Naturalists & Heroes
Nature Art & Illustration
Nature Films & Video
"Every child should have mud pies, grasshoppers, waterbugs, tadpoles, frogs & turtles, elderberries, wild strawberries, acorns, hickory nuts, trees to climb, animals to pet, hayfields, pine cones, rocks to roll, sand, snakes, huckleberries and hornets – and any child who has been deprived of these
has been deprived of the best part of his education."
-Luther Burbank 1849 - 1926
Solutions For Green We also publish California Green Solutions and a series of blogs about healthy living solutions.
We don't share your information with anyone else. We ask that parents subscribe to the newsletter. We respect our community's children. We believe we are part of "our village" and need to care for one another.
For more sustainable business information, visit CaliforniaGreenSolutions.com for Sustainable Workplace and Green Products, www.SunshineByDesign.com and ~ Movie Industry Marketing for Indie Filmmaking Tips
Arkansas Pet Services ~
BLTNetwork.com for Lifestyles ~
Home and Garden Habitat, Organics and Sustainability
What's the Buzz about Bees?
We are hearing more about bees since the
Africanized Honeybee has
become a growing problem as it expands its
territory north into cities
and rural areas. But bees are fascinating in
their own right. And
there's something you probably don't know
about honey bees!
The following conversation with a bee
expert, Dave Green, took me by
surprise...and you might find it interesting,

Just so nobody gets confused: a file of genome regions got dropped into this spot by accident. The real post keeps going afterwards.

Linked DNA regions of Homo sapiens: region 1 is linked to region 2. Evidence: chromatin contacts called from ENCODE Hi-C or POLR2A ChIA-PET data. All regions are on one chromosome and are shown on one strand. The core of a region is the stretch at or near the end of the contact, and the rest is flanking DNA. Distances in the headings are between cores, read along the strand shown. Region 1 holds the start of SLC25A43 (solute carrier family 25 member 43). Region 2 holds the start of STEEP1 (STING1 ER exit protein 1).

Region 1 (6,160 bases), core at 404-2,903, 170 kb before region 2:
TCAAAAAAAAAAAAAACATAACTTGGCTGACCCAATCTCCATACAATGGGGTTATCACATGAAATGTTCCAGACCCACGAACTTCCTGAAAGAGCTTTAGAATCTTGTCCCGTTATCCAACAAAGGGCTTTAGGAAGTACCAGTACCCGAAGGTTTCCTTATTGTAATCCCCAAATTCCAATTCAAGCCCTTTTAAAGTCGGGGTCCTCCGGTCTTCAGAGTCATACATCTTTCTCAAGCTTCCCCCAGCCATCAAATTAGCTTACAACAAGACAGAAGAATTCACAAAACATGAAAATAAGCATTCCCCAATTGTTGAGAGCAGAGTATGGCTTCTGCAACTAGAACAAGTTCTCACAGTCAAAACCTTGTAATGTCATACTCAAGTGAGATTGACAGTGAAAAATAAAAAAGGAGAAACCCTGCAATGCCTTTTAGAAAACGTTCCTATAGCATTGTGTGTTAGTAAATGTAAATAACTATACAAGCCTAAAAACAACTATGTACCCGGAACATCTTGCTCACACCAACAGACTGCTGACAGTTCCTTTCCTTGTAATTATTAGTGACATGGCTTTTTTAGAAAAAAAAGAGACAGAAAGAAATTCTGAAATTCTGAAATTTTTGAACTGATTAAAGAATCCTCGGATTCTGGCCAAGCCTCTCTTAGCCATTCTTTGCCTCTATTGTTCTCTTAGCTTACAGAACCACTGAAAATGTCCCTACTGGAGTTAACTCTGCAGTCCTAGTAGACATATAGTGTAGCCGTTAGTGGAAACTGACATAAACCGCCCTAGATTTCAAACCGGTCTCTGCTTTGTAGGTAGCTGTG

"I do have a question about bees.
Somewhere I read that honeybees are
not native to the US. If that is true, what are/
were the native
pollinators prior to the honey bee's arrival?"
The European honeybee was brought here in
colonial times. There was a
tropical honeybee (that is still kept) in Central
and South America.
There are also about 2000 species of wild
solitary bees, and a half
dozen species of bumblebees.
Wild bees have suffered enormous losses
from pesticide misuse (as have
honeybees - some beekeepers driven out of
business). I was amazed at
the diversity of bees and population levels in
the (pesticide free)
Sonoran Desert in Arizona last year, when
we visited. It used to be
like that in South Carolina, but the bees have
But wild bees would not be sufficient for
modern agriculture, without
some kind of culture to increase the numbers
at bloom time. Even since
grandpa's day, times have change. It used to
be that a big watermelon
grower was one who grew 3-5 acres. Now a
big watermelon grower grows
hundreds of acres. Bees MUST be brought
in for such pollination
I used to think that there would always be
enough bees for small plots
and gardens. But I see many symptoms of
inadequate pollination in
these, as well.
"Has intensive agriculture (the use of acres
of only ONE kind of plant
vs. natural vegetation that mixes many kinds
of plants in a location)
created a need for more efficient
pollinators...thus the honeybee is
the prime choice?"
Yes. Also, many of our main food crops
were introduced -- apples for
example. Most native agriculture was based
on corn (maize), beans
(some of which do not need bees) and
squash/pumpkins, which were
pollinated by the little squash bees that are so
rare today. These
crops were called the "Three Sisters" by
Native Americans, and
provided a fairly good diet.
If you want to learn more about bees, I
recommend checking out Dave's
web site at
Remember to take a "nature break" for the
fun and wonder of it!
For more articles about INSECTS
Lady Bug Invasion
Moths and Nightlights
Bees in the City
Insects are busy little critters
Earth's Most Successful Life Form
Keeping ants in nature